Over the years, printed circuit boards, or PCBS have become the ideal tool for optimizing electronic devices. With the times, the PCBs used inside the electronics have also changed. Smaller, faster, and quicker PCBs are introduced each year, with more and more circuit boards being added to every single electronic device we use.
Their production has become faster and more automated, and they’re at the center of all our electronic devices’ functionality. Today we’ll touch on the history of PCB assembly, look at how we started, and where we are now.
The First PCB
The very first PCB was created by an Austrian engineer named Paul Eisler for a radio set in 1936.
However, it wasn’t until after the Second World War was over that this technology was used for any commercial purpose. Until the late 40s, Eisler’s design was used exclusively by allied forces in the war. The biggest use came from the United States army who would use the PCBs to create proximity fuses. The circuit work helped the bombs go off on pre-calculated distances to take out planes, tanks, and ground troops.
Manual Labor & Giant Boards
In the 1950s, PCBs started to get mass-produced in factories across the United States and the United Kingdom. This was made possible by large-scale assembly factories that became commonplace at the time.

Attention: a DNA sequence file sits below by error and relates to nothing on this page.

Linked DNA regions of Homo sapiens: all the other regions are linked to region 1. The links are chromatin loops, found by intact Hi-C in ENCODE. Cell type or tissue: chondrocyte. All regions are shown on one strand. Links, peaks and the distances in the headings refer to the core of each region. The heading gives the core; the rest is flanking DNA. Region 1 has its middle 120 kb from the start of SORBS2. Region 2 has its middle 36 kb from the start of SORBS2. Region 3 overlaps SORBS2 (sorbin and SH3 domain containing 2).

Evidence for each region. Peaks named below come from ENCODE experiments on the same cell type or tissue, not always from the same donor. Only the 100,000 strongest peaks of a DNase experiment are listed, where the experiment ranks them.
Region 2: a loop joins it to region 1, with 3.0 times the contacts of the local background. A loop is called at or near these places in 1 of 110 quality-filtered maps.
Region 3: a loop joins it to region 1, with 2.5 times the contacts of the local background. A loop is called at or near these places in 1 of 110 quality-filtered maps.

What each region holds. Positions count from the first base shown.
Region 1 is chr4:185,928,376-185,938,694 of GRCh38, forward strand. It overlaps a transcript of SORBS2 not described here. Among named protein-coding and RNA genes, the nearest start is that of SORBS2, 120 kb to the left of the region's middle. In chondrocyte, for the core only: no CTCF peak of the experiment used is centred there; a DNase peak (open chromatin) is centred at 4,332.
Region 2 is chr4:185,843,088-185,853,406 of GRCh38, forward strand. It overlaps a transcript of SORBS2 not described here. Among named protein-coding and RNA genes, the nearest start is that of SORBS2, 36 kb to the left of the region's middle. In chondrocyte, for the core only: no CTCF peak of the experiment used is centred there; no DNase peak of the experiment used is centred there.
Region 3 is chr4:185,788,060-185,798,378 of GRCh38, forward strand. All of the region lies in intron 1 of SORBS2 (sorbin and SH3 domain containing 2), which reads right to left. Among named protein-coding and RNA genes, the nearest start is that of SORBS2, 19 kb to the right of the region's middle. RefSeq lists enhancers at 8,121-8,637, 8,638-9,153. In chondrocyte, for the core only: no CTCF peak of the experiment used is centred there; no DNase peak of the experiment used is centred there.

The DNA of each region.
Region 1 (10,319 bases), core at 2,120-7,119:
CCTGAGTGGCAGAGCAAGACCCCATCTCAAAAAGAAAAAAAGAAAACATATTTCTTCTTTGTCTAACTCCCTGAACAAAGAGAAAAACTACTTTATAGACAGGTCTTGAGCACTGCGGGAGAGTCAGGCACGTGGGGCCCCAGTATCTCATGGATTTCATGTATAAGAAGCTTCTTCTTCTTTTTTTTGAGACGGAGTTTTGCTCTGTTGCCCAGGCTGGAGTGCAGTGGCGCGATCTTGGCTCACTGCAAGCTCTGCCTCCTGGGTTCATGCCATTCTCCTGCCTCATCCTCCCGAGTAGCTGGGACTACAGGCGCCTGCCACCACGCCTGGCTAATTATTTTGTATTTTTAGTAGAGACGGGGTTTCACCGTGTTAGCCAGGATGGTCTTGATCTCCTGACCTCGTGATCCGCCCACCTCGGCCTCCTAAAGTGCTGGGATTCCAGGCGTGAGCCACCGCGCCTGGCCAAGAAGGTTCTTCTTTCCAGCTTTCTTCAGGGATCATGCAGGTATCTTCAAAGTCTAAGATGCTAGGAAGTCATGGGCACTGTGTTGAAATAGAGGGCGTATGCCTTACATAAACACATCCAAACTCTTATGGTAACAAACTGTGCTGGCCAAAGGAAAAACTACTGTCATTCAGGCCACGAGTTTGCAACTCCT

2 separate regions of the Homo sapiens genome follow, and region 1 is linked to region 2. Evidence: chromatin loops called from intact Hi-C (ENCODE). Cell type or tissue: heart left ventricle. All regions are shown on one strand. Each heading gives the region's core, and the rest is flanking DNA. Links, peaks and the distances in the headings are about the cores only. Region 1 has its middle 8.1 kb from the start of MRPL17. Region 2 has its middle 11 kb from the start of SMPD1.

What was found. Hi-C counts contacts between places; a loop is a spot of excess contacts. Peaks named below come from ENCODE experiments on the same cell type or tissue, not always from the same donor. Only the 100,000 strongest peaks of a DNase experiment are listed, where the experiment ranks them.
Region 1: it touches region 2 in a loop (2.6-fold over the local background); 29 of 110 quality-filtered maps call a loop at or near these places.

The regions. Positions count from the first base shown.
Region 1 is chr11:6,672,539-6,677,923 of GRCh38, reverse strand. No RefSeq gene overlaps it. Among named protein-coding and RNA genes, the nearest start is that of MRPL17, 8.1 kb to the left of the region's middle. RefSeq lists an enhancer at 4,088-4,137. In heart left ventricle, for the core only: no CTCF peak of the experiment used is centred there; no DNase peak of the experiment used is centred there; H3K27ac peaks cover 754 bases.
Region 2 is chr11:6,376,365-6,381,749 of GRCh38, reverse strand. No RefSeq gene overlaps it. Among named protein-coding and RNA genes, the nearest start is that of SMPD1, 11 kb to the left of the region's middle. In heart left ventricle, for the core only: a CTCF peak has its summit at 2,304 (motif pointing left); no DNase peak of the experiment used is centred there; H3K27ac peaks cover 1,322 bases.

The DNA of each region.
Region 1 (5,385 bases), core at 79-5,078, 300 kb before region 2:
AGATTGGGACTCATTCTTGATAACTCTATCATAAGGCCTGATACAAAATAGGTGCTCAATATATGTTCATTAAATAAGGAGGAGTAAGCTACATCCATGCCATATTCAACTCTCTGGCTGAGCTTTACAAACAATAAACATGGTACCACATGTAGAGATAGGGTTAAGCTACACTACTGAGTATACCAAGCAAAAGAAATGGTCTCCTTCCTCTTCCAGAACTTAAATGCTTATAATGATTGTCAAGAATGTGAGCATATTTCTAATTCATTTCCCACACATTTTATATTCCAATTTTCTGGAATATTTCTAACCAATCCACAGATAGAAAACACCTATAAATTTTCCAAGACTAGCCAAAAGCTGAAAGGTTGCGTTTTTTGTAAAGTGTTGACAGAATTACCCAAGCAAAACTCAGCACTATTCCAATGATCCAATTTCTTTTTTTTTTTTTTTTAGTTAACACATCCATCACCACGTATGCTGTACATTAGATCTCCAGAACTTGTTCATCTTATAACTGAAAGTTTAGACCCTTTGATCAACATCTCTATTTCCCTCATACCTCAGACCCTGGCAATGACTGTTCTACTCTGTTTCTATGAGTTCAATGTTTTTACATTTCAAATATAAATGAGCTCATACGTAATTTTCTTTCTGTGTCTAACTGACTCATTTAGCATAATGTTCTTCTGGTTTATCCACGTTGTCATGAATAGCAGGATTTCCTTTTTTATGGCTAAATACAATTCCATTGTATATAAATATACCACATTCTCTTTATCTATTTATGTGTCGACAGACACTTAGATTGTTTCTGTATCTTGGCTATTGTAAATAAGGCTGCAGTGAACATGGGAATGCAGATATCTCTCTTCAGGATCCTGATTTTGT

The factories would produce extra large circuit boards that could even be a few feet long. Individuals would have to walk across the circuit board and add all the circuit work to make a working PCB. At the time, small mistakes could ruin the PCBs completely, and it required a lot of care and cautious handling to make the PCBs. Everything from calculators to the Apollo 11 used PCBs.
Modern-Day PCBs and Usage
Modern-day PCBs are minute. They’re small enough to add multiple high-powered PCBs to small devices. Our smartphones themselves have 12 layers of more of PCBs stacked that make it work while still getting thinner every year. The development of PCBs has put us in what’s called the Hybrid years; one device gives you multiple functions.
PCB assembly and other electronics design services are required part of any OEMs looking to mass-produce their products. If you’re on the lookout for reliable embedded design services or electronics assembly services, check out our Find an EMS platform to connect with a registered EMS. Get in touch today.